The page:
Chemical and Process Engineering
Engineers revolutionise the world. With a chemical and process engineering degree you will do that by tackling some of society’s greatest challenges:
- supplying clean, safe drinking water
- creating sustainable energy opportunities
- improving society’s health and well-being
- providing a sustainable food supply.
Chemical and process engineers transform raw materials into processed, marketable products by chemical, physical or biological means. They take science experiments performed in the laboratory and operate them on a commercial-scale taking into account economics, safety and sustainability. Others are involved in the research and development of new products and processes, such as those in nanotechnology, biotechnology or advanced materials. It is the only traditional Engineering discipline that explicitly builds on Physics, Chemistry and Biological Sciences along with the mathematical rigour required of all engineers.
Minors in Bioprocess Engineering and Energy Processing Technologies
If you are interested in Biological Sciences as well as Engineering, the Bioprocess Engineering minor is worth considering. Bioprocess Engineering uses biology for sustainable and more effective processes and design of products such as protein, alcoholic beverages, vitamins, dairy products, detergents, confectionery, processed foods and clean water.
For those keen on sustainable engineering harnessing energy from natural resources, the Energy Processing Technologies minor will allow you to gain skills tackling environmental issues raised by extracting raw materials such as fossil fuels, and renewable energy.
- The Bachelor of Engineering with Honours in Chemical and Process Engineering offered by UC is fully accredited by the Institution of Chemical Engineers (IChemE) as well as Engineering New Zealand.
- UC is ranked in the top 250 universities in the world for Chemical Engineering (QS World University Rankings by Subject, 2017).
- UC's Chemical and Process Engineering department is top in New Zealand for research (the latest Tertiary Education Commission 2012 PBRF Assessment).
- See the Engineering subject page for a host of other reasons why UC's College of Engineering is a world-class destination for engineering studies.
The first year of the Bachelor of Engineering with Honours is called the Engineering Intermediate Year. For Chemical and Process Engineering students, this is made up of:
Five compulsory courses taken by all Engineering students:
- ENGR 100 Academic Writing Assessment*
- ENGR 101 Foundations of Engineering
- EMTH 118 Engineering Mathematics 1A
- EMTH 119 Engineering Mathematics 1B
- PHYS 101 Engineering Physics A: Mechanics, Waves and Thermal Physics
* No EFTS, no fees.
Plus courses specific to Chemical and Process Engineering:
In addition you must study at least 30 points of elective courses
To ensure a total workload of 120 points in the first year. It is advisable to check with the College of Engineering student advisor for suggested electives.
- To see how this qualification is structured, see the degree diagram on the Bachelor of Engineering with Honours page.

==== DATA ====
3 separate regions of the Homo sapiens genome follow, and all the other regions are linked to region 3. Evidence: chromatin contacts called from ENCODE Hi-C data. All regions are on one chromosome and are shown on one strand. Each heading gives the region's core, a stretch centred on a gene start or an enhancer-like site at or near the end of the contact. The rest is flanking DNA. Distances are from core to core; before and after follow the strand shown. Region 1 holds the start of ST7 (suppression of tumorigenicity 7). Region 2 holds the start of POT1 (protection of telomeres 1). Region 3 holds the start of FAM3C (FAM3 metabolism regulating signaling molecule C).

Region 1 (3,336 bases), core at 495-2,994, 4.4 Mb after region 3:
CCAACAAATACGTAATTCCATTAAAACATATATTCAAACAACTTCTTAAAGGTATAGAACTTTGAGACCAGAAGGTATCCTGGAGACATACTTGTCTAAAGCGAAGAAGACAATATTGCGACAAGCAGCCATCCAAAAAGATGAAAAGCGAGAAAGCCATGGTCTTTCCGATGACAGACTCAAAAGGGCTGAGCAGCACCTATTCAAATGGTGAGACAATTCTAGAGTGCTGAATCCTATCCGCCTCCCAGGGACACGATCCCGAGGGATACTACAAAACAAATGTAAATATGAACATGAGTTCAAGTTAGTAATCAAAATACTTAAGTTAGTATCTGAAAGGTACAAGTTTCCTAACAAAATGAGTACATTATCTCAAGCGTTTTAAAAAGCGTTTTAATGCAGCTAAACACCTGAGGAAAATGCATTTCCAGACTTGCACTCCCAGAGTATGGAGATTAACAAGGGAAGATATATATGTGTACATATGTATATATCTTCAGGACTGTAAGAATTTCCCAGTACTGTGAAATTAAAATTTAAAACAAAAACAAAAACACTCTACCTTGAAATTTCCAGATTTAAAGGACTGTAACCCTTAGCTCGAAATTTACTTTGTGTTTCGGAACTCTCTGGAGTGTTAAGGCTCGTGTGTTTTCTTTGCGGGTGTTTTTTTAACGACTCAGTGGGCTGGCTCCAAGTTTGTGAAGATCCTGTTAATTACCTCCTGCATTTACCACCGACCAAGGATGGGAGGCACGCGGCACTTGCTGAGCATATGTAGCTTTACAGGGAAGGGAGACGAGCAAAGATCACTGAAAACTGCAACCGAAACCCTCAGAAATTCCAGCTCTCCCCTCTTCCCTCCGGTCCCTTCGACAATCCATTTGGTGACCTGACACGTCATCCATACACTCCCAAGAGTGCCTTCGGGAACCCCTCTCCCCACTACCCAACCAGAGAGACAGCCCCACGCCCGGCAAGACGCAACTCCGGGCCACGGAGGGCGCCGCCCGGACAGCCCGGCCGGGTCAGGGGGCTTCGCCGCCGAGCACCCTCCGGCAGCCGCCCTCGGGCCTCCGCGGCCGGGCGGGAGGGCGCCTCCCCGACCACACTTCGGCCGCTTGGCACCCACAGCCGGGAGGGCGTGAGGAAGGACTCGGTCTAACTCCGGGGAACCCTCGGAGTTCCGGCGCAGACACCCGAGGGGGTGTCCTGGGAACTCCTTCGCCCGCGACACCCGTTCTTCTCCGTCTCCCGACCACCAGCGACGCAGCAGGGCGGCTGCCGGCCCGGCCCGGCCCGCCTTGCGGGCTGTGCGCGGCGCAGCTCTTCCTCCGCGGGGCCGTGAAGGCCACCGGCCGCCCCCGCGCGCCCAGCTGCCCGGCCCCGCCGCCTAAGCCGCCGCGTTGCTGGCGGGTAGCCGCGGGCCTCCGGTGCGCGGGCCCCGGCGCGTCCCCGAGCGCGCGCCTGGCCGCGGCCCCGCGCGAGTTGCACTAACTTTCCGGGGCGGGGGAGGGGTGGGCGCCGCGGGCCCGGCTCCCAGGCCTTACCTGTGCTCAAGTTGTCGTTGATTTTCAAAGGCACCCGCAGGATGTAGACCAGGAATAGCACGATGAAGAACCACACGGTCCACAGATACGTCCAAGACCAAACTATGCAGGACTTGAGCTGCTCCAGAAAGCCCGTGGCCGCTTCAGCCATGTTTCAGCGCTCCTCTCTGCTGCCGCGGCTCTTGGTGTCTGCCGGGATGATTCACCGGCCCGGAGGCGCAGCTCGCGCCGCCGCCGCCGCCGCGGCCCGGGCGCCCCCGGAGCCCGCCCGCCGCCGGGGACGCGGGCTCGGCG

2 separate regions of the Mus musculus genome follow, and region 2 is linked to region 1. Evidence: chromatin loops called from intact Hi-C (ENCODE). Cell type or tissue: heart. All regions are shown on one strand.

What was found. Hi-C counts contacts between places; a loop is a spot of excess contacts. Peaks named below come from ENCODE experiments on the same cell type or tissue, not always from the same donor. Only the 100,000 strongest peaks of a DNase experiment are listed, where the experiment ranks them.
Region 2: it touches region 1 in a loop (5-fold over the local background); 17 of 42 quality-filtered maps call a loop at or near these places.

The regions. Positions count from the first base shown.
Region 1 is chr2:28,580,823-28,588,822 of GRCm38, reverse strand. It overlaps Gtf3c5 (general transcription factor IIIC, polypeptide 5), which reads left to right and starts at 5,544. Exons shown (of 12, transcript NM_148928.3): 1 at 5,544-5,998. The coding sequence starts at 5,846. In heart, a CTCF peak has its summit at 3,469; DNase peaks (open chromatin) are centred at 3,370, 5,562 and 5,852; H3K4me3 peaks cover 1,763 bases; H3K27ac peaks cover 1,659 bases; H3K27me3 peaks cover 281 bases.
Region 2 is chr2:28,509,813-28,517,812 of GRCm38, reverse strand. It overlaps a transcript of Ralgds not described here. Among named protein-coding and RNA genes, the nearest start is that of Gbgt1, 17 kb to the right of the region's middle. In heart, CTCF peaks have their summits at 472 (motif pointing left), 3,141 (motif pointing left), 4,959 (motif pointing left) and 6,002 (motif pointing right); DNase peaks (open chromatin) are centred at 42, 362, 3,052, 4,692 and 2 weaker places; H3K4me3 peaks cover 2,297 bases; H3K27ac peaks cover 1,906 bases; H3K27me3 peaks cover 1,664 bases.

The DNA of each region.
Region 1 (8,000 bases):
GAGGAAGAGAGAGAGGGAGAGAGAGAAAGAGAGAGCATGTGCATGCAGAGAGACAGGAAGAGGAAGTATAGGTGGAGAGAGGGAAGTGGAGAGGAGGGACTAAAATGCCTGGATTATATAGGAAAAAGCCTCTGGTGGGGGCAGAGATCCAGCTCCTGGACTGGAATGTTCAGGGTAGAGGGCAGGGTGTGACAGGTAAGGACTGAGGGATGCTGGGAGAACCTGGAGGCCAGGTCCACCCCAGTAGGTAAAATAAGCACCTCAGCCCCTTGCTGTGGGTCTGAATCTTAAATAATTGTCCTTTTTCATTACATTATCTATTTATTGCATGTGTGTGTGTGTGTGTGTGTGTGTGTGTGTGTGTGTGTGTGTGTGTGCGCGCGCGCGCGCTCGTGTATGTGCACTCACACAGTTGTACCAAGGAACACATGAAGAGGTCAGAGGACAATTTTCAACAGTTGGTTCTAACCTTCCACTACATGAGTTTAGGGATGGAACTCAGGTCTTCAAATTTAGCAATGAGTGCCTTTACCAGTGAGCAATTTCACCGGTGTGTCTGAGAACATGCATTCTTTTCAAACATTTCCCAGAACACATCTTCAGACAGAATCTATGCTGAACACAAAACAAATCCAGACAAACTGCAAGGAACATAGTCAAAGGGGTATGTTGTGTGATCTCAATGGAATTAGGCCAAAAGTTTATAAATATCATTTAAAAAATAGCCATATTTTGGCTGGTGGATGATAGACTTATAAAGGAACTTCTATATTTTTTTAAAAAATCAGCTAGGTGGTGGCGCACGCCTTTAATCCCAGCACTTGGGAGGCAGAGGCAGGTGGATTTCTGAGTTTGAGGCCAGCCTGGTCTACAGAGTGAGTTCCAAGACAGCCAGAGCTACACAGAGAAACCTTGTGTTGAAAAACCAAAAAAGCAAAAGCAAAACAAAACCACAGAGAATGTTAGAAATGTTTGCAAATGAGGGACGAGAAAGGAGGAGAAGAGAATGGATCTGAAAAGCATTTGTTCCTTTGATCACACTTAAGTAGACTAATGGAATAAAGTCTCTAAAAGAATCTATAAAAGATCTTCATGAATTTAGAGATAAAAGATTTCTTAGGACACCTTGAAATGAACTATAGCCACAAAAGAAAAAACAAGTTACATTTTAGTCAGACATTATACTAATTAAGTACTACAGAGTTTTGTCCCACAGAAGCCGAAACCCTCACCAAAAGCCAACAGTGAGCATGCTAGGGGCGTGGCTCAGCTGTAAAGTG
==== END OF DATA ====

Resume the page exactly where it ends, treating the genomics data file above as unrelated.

- See the Regulations for the Bachelor of Engineering (Honours) Intermediate Year.
- For guidance on how to structure your Intermediate Year, visit the College of Engineering.
The professional years
Once you have completed the Engineering Intermediate Year and successfully applied for entry into Chemical and Process Engineering, you will study that discipline within the three professional years.
The First Professional Year consists of compulsory courses in modelling, engineering chemistry, principles of biology, chemical process technology, thermodynamics and fluid mechanics.
In the Second and Third Professional Years courses include topics such as process systems and process engineering, thermodynamics, chemical reaction engineering, heat transfer and separations.
Final-year students can include courses in more specialist topics, including renewable energy technologies, management, bioprocess engineering, industrial pollution control and wood products engineering to suit their specific interests, and must complete a group design project and an individual research project.
Chemical and process engineers work in areas such as renewable energy, biofuels, environmental control, fermentation, waste treatment, food industry, biotechnology and pharmaceuticals.
Even with the current decline in gas reserves, the petrochemical industry continues to grow and employs chemical engineers at oil refineries and a number of gas processing plants. As new oil and gas fields are discovered demand for graduates will certainly increase.
Other graduates are employed helping to make aluminium, steel, fertilisers, food, pharmaceutical and medical products, and in related areas such as project coordination, waste treatment, research, consulting, marketing, computing and management.
Graduates are eligible for membership of both IChemE and IPENZ after a period of experience as a practising engineer.
Find out more about what you can do with a degree in Chemical and Process Engineering.
See the Department's website for up-to-date contact details.
College of Engineering | Te Rāngai Pūkaha
University of Canterbury | Te Whare Wānanga o Waitaha
Private Bag 4800
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